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# Spherical Geometry - PowerPoint PPT Presentation

Spherical Geometry. TWSSP Wednesday. Welcome. OK, OK, I give in! You can sit wherever you want, if … You form groups of 3 or 4 You promise to assign group roles and really pay attention to them today

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## PowerPoint Slideshow about 'Spherical Geometry' - gerd

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Presentation Transcript

### Spherical Geometry

TWSSP Wednesday

• OK, OK, I give in! You can sit wherever you want, if …

• You form groups of 3 or 4

• You promise to assign group roles and really pay attention to them today

• AND you promise to stay on task, minimize your side conversations, and participate actively in our whole group discussions

• Agenda

• Question for today:

• Success criteria: I can …

• Be critical in your analysis – do you agree with the conclusions? Do you have questions about the conclusions or the justifications?

• It can be shown that taxicab geometry has many of the same properties as Euclidean geometry but does not satisfy the SAS triangle congruence postulate.

• Find two noncongruent right triangles with two sides and the included right angle congruent

• Explore taxicab equilateral triangles. What properties do they share with Euclidean equilateral triangles? How do they differ?

• Use the Think (5 min) – Go Around (5 min) – Discuss (10 min) protocol

• What is “straight” on the plane? How do you know if a line is straight?

• How can you check in a practical way if something is straight? If you want to use a tool, how do you know your tool is straight?

• How do you construct something straight (like laying out fence posts or constructing a straight line)?

• What symmetries does a straight line have?

• Can you write a definition of a straight line?

• Imagine yourself to be a bug crawling around a sphere. The bug’s universe is just the surface; it never leaves it. What is “straight” for this bug? What will the bug see or experience as straight?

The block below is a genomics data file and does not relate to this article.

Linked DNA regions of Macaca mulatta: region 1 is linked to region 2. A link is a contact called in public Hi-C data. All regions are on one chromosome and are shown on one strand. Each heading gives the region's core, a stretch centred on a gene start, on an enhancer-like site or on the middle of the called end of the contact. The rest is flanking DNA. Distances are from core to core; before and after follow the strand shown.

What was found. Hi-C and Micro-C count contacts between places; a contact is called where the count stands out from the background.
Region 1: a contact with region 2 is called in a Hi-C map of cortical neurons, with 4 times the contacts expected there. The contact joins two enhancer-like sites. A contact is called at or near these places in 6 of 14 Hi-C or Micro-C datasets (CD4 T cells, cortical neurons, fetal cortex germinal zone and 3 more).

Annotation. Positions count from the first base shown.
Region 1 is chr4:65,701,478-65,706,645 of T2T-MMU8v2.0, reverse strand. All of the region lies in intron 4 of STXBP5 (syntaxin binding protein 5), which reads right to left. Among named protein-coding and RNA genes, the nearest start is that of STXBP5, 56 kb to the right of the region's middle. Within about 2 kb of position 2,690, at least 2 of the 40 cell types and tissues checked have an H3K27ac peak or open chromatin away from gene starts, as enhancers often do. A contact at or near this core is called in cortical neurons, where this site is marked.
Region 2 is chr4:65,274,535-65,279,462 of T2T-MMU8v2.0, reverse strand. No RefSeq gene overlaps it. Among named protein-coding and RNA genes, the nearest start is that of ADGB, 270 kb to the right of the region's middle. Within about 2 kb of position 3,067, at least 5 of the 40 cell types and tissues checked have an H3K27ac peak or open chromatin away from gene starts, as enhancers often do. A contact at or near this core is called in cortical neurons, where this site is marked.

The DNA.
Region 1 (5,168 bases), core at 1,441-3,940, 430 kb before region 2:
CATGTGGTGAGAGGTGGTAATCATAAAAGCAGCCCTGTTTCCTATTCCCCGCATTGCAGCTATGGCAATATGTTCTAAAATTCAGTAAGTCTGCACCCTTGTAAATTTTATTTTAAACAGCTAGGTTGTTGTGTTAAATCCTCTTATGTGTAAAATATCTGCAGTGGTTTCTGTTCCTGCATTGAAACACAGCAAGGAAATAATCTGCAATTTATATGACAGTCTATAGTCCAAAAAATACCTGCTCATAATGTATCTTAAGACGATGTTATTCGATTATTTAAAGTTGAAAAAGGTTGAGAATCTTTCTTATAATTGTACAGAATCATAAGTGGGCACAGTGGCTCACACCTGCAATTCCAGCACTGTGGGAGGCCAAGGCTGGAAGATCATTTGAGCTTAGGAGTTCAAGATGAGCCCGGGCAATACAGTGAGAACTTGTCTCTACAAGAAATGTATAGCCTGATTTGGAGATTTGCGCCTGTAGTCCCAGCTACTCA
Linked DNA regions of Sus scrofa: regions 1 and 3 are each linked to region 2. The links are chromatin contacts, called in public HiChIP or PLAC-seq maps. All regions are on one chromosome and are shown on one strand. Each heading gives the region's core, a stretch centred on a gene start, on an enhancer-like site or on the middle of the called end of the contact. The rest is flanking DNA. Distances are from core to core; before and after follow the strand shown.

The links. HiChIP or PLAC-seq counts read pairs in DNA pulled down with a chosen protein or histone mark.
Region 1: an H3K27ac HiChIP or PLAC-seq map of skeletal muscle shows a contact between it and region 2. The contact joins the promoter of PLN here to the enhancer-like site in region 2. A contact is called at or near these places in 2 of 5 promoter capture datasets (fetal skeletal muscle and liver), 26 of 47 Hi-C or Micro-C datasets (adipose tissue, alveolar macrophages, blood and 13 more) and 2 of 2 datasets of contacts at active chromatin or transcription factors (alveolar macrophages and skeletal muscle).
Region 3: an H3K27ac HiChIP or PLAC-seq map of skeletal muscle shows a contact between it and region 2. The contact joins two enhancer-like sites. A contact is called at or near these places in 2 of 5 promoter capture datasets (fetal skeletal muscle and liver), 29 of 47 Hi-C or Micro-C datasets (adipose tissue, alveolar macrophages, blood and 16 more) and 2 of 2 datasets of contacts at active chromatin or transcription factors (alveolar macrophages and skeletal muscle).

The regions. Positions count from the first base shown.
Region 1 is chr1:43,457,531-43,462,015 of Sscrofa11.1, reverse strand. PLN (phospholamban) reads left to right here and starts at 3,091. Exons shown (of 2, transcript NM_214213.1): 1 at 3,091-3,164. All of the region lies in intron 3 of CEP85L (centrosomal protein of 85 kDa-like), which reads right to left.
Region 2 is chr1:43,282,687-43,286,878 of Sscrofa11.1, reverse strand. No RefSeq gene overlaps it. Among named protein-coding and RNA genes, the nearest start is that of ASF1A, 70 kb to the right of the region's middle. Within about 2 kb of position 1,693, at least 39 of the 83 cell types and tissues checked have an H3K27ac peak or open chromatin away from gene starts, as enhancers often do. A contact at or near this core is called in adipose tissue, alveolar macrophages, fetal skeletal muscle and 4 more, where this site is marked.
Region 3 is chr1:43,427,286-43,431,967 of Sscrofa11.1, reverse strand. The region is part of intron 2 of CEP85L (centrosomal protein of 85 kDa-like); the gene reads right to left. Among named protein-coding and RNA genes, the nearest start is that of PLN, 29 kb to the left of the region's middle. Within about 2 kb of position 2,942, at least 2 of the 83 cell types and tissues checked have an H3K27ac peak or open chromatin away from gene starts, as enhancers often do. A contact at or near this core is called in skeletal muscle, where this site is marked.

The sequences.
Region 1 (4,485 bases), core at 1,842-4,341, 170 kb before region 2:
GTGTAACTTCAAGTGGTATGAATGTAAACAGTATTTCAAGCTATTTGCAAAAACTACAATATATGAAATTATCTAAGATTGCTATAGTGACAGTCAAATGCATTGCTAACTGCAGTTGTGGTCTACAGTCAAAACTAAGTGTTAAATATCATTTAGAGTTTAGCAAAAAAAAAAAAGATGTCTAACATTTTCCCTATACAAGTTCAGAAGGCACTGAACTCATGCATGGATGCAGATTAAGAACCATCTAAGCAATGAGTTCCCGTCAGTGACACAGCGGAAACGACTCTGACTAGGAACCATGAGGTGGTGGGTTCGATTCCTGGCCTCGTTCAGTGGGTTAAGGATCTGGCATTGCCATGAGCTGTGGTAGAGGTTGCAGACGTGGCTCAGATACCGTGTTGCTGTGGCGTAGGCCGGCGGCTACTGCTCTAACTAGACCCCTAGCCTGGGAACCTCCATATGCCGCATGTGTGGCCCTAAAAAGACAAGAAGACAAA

• How can you convince yourself of this? Use the properties of straightness, like the symmetries we established for Euclidean-straightness.

• Great circles are the circles which are the intersection of the sphere with a plane through the center of the sphere.

• Which circles on the surface of the sphere will qualify as great circles?

• Are great circles straight with respect to the sphere?

• Are any other circles on the sphere straight with respect to the sphere?

• The only straight lines on spheres are great circles.

• Given any two points on the sphere, construct a straight line between those two points.

• How many such straight lines can you construct?

• In how many points can two lines on the sphere intersect?

• In how many points can three lines on the sphere intersect?

• The Earth as a sphere in Euclidean space has a radius of 6,400 km i.e. the radius as measured from the center of the sphere to any point on the surface of Earth is 6,400 km

• What is Earth’s circumference?

• How many degrees does this represent?

• If two places on Earth are opposite each other, what is the distance between them in kilometers in the spherical sense? In degrees?

• If two places are 90o apart from each other, how far apart are they in kilometers in the spherical sense?

• If two places are 5026 km apart, what is their distance apart measured in degrees?

• Mars has a circumference of 21,321 kilometers. What does this distance represent in degrees?

• What is the furthest distance that two places on Mars can be apart from each other in degrees? In kilometers (in the spherical sense)?

• What is the minimum information we need to find the distance between two points on a sphere?

• Remind yourself of the definitions of parallel and perpendicular lines in Euclidean geometry

• What are parallel lines on the sphere? Perpendicular lines?

• Given any three non-collinear points in the plane, how many triangles can you form between those points?

• Given any three non-collinear points on the sphere, how many triangles can you form between those points?

• What is the sum of the angles of a Euclidean-triangle? How do you know?

• What is the sum of the angles of a spherical-triangle? How do you know?

• Investigate squares on the sphere. Justify any conclusions you make.

• Compare and contrast taxicab and Euclidean circles. What do they have in common? How do they differ?

• Given two points on a sphere, how many possible sphere-lines (great circles) can you construct between them.

• Compare and contrast Euclidean and spherical triangles. What do they have in common? How do they differ?